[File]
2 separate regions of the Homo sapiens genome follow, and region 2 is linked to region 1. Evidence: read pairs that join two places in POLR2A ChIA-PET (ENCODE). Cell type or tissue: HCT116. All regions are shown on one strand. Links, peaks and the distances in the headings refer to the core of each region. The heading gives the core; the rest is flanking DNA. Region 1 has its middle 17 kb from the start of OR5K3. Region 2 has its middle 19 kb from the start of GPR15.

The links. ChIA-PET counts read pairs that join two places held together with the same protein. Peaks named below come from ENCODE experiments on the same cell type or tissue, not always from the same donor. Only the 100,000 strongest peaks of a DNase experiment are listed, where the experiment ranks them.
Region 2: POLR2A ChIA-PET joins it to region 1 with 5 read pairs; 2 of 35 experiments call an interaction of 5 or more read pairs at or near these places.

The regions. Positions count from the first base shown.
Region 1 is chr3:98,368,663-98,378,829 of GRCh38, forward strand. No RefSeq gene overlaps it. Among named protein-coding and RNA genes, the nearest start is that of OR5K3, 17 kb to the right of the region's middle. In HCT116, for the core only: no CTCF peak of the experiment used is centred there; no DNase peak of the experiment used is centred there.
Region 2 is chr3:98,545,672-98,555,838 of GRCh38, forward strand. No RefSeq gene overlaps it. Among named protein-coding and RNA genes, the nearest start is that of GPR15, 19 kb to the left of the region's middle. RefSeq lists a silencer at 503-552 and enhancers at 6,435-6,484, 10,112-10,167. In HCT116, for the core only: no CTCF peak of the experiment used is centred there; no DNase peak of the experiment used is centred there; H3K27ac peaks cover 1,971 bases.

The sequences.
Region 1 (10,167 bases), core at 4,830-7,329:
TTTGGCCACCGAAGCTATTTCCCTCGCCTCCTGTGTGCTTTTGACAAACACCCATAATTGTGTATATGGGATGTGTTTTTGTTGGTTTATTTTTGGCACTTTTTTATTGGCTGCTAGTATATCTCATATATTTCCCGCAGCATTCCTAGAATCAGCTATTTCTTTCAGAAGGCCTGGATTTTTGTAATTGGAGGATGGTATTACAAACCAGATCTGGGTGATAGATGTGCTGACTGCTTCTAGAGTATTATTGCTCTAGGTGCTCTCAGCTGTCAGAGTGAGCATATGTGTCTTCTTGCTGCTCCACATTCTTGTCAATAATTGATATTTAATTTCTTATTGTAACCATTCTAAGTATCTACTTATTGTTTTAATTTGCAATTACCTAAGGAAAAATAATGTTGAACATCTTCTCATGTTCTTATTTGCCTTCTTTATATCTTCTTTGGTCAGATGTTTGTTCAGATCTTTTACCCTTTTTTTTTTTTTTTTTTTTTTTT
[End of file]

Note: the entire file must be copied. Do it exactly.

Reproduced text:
2 separate regions of the Homo sapiens genome follow, and region 2 is linked to region 1. Evidence: read pairs that join two places in POLR2A ChIA-PET (ENCODE). Cell type or tissue: HCT116. All regions are shown on one strand. Links, peaks and the distances in the headings refer to the core of each region. The heading gives the core; the rest is flanking DNA. Region 1 has its middle 17 kb from the start of OR5K3. Region 2 has its middle 19 kb from the start of GPR15.

The links. ChIA-PET counts read pairs that join two places held together with the same protein. Peaks named below come from ENCODE experiments on the same cell type or tissue, not always from the same donor. Only the 100,000 strongest peaks of a DNase experiment are listed, where the experiment ranks them.
Region 2: POLR2A ChIA-PET joins it to region 1 with 5 read pairs; 2 of 35 experiments call an interaction of 5 or more read pairs at or near these places.

The regions. Positions count from the first base shown.
Region 1 is chr3:98,368,663-98,378,829 of GRCh38, forward strand. No RefSeq gene overlaps it. Among named protein-coding and RNA genes, the nearest start is that of OR5K3, 17 kb to the right of the region's middle. In HCT116, for the core only: no CTCF peak of the experiment used is centred there; no DNase peak of the experiment used is centred there.
Region 2 is chr3:98,545,672-98,555,838 of GRCh38, forward strand. No RefSeq gene overlaps it. Among named protein-coding and RNA genes, the nearest start is that of GPR15, 19 kb to the left of the region's middle. RefSeq lists a silencer at 503-552 and enhancers at 6,435-6,484, 10,112-10,167. In HCT116, for the core only: no CTCF peak of the experiment used is centred there; no DNase peak of the experiment used is centred there; H3K27ac peaks cover 1,971 bases.

The sequences.
Region 1 (10,167 bases), core at 4,830-7,329:
TTTGGCCACCGAAGCTATTTCCCTCGCCTCCTGTGTGCTTTTGACAAACACCCATAATTGTGTATATGGGATGTGTTTTTGTTGGTTTATTTTTGGCACTTTTTTATTGGCTGCTAGTATATCTCATATATTTCCCGCAGCATTCCTAGAATCAGCTATTTCTTTCAGAAGGCCTGGATTTTTGTAATTGGAGGATGGTATTACAAACCAGATCTGGGTGATAGATGTGCTGACTGCTTCTAGAGTATTATTGCTCTAGGTGCTCTCAGCTGTCAGAGTGAGCATATGTGTCTTCTTGCTGCTCCACATTCTTGTCAATAATTGATATTTAATTTCTTATTGTAACCATTCTAAGTATCTACTTATTGTTTTAATTTGCAATTACCTAAGGAAAAATAATGTTGAACATCTTCTCATGTTCTTATTTGCCTTCTTTATATCTTCTTTGGTCAGATGTTTGTTCAGATCTTTTACCCTTTTTTTTTTTTTTTTTTTTTTTT